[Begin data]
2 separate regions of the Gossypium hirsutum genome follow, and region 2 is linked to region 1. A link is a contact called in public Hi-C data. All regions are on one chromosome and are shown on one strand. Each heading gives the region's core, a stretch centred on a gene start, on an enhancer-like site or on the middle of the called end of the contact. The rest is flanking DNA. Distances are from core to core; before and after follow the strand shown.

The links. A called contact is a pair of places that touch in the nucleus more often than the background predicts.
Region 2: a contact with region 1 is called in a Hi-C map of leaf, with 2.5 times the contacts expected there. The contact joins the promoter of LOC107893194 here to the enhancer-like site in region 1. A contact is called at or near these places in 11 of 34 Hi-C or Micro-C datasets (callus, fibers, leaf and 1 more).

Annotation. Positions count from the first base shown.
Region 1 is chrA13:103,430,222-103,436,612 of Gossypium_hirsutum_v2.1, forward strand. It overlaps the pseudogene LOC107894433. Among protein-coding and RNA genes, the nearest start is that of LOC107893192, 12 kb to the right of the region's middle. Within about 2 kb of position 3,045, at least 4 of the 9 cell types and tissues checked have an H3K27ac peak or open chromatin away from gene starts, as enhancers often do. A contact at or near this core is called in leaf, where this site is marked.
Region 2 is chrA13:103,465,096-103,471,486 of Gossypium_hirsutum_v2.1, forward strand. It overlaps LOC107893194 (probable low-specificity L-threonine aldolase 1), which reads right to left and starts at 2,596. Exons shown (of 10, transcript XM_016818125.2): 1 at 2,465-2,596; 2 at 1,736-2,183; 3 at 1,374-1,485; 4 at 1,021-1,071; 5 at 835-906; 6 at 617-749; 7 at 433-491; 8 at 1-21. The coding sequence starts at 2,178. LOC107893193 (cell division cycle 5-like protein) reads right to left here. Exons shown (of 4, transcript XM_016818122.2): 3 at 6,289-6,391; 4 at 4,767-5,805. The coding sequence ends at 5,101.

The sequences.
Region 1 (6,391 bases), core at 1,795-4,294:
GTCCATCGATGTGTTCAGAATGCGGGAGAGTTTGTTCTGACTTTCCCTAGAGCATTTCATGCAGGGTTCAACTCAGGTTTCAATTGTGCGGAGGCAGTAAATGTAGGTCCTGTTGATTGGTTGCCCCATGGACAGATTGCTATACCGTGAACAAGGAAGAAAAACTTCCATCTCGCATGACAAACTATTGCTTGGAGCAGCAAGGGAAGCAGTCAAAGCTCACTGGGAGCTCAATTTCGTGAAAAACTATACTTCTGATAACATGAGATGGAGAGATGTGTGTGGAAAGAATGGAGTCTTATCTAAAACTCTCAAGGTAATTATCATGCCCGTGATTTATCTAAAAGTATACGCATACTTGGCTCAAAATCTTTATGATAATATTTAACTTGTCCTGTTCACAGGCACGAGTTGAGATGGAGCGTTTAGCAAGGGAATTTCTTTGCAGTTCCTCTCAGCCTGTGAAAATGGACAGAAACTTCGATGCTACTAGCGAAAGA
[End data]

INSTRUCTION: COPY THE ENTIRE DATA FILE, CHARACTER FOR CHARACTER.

2 separate regions of the Gossypium hirsutum genome follow, and region 2 is linked to region 1. A link is a contact called in public Hi-C data. All regions are on one chromosome and are shown on one strand. Each heading gives the region's core, a stretch centred on a gene start, on an enhancer-like site or on the middle of the called end of the contact. The rest is flanking DNA. Distances are from core to core; before and after follow the strand shown.

The links. A called contact is a pair of places that touch in the nucleus more often than the background predicts.
Region 2: a contact with region 1 is called in a Hi-C map of leaf, with 2.5 times the contacts expected there. The contact joins the promoter of LOC107893194 here to the enhancer-like site in region 1. A contact is called at or near these places in 11 of 34 Hi-C or Micro-C datasets (callus, fibers, leaf and 1 more).

Annotation. Positions count from the first base shown.
Region 1 is chrA13:103,430,222-103,436,612 of Gossypium_hirsutum_v2.1, forward strand. It overlaps the pseudogene LOC107894433. Among protein-coding and RNA genes, the nearest start is that of LOC107893192, 12 kb to the right of the region's middle. Within about 2 kb of position 3,045, at least 4 of the 9 cell types and tissues checked have an H3K27ac peak or open chromatin away from gene starts, as enhancers often do. A contact at or near this core is called in leaf, where this site is marked.
Region 2 is chrA13:103,465,096-103,471,486 of Gossypium_hirsutum_v2.1, forward strand. It overlaps LOC107893194 (probable low-specificity L-threonine aldolase 1), which reads right to left and starts at 2,596. Exons shown (of 10, transcript XM_016818125.2): 1 at 2,465-2,596; 2 at 1,736-2,183; 3 at 1,374-1,485; 4 at 1,021-1,071; 5 at 835-906; 6 at 617-749; 7 at 433-491; 8 at 1-21. The coding sequence starts at 2,178. LOC107893193 (cell division cycle 5-like protein) reads right to left here. Exons shown (of 4, transcript XM_016818122.2): 3 at 6,289-6,391; 4 at 4,767-5,805. The coding sequence ends at 5,101.

The sequences.
Region 1 (6,391 bases), core at 1,795-4,294:
GTCCATCGATGTGTTCAGAATGCGGGAGAGTTTGTTCTGACTTTCCCTAGAGCATTTCATGCAGGGTTCAACTCAGGTTTCAATTGTGCGGAGGCAGTAAATGTAGGTCCTGTTGATTGGTTGCCCCATGGACAGATTGCTATACCGTGAACAAGGAAGAAAAACTTCCATCTCGCATGACAAACTATTGCTTGGAGCAGCAAGGGAAGCAGTCAAAGCTCACTGGGAGCTCAATTTCGTGAAAAACTATACTTCTGATAACATGAGATGGAGAGATGTGTGTGGAAAGAATGGAGTCTTATCTAAAACTCTCAAGGTAATTATCATGCCCGTGATTTATCTAAAAGTATACGCATACTTGGCTCAAAATCTTTATGATAATATTTAACTTGTCCTGTTCACAGGCACGAGTTGAGATGGAGCGTTTAGCAAGGGAATTTCTTTGCAGTTCCTCTCAGCCTGTGAAAATGGACAGAAACTTCGATGCTACTAGCGAAAGA